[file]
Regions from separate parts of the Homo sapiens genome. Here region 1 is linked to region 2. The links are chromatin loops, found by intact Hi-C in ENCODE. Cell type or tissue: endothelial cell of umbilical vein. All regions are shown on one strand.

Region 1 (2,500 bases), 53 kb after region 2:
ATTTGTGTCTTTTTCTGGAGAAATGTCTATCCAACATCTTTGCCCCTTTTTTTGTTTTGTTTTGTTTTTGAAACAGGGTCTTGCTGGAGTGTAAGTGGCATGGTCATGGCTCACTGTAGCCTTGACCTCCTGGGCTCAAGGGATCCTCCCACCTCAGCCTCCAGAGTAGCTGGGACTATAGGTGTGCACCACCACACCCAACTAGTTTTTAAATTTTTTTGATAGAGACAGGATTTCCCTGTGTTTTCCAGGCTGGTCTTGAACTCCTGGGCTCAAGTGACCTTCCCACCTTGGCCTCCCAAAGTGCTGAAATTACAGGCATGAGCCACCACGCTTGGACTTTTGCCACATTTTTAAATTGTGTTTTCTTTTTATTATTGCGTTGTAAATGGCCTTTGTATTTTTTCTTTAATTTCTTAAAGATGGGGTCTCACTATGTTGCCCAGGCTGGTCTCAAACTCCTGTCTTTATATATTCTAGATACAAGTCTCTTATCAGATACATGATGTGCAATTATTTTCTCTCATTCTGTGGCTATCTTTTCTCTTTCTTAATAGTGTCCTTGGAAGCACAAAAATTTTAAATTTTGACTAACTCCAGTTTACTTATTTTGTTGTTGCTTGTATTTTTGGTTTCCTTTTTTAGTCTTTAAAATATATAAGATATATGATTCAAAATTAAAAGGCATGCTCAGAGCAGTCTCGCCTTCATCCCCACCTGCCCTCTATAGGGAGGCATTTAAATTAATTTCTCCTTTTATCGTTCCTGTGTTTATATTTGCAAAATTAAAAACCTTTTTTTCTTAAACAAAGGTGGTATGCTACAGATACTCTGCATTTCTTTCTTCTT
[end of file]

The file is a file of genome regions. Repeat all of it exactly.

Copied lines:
Regions from separate parts of the Homo sapiens genome. Here region 1 is linked to region 2. The links are chromatin loops, found by intact Hi-C in ENCODE. Cell type or tissue: endothelial cell of umbilical vein. All regions are shown on one strand.

Region 1 (2,500 bases), 53 kb after region 2:
ATTTGTGTCTTTTTCTGGAGAAATGTCTATCCAACATCTTTGCCCCTTTTTTTGTTTTGTTTTGTTTTTGAAACAGGGTCTTGCTGGAGTGTAAGTGGCATGGTCATGGCTCACTGTAGCCTTGACCTCCTGGGCTCAAGGGATCCTCCCACCTCAGCCTCCAGAGTAGCTGGGACTATAGGTGTGCACCACCACACCCAACTAGTTTTTAAATTTTTTTGATAGAGACAGGATTTCCCTGTGTTTTCCAGGCTGGTCTTGAACTCCTGGGCTCAAGTGACCTTCCCACCTTGGCCTCCCAAAGTGCTGAAATTACAGGCATGAGCCACCACGCTTGGACTTTTGCCACATTTTTAAATTGTGTTTTCTTTTTATTATTGCGTTGTAAATGGCCTTTGTATTTTTTCTTTAATTTCTTAAAGATGGGGTCTCACTATGTTGCCCAGGCTGGTCTCAAACTCCTGTCTTTATATATTCTAGATACAAGTCTCTTATCAGATACATGATGTGCAATTATTTTCTCTCATTCTGTGGCTATCTTTTCTCTTTCTTAATAGTGTCCTTGGAAGCACAAAAATTTTAAATTTTGACTAACTCCAGTTTACTTATTTTGTTGTTGCTTGTATTTTTGGTTTCCTTTTTTAGTCTTTAAAATATATAAGATATATGATTCAAAATTAAAAGGCATGCTCAGAGCAGTCTCGCCTTCATCCCCACCTGCCCTCTATAGGGAGGCATTTAAATTAATTTCTCCTTTTATCGTTCCTGTGTTTATATTTGCAAAATTAAAAACCTTTTTTTCTTAAACAAAGGTGGTATGCTACAGATACTCTGCATTTCTTTCTTCTT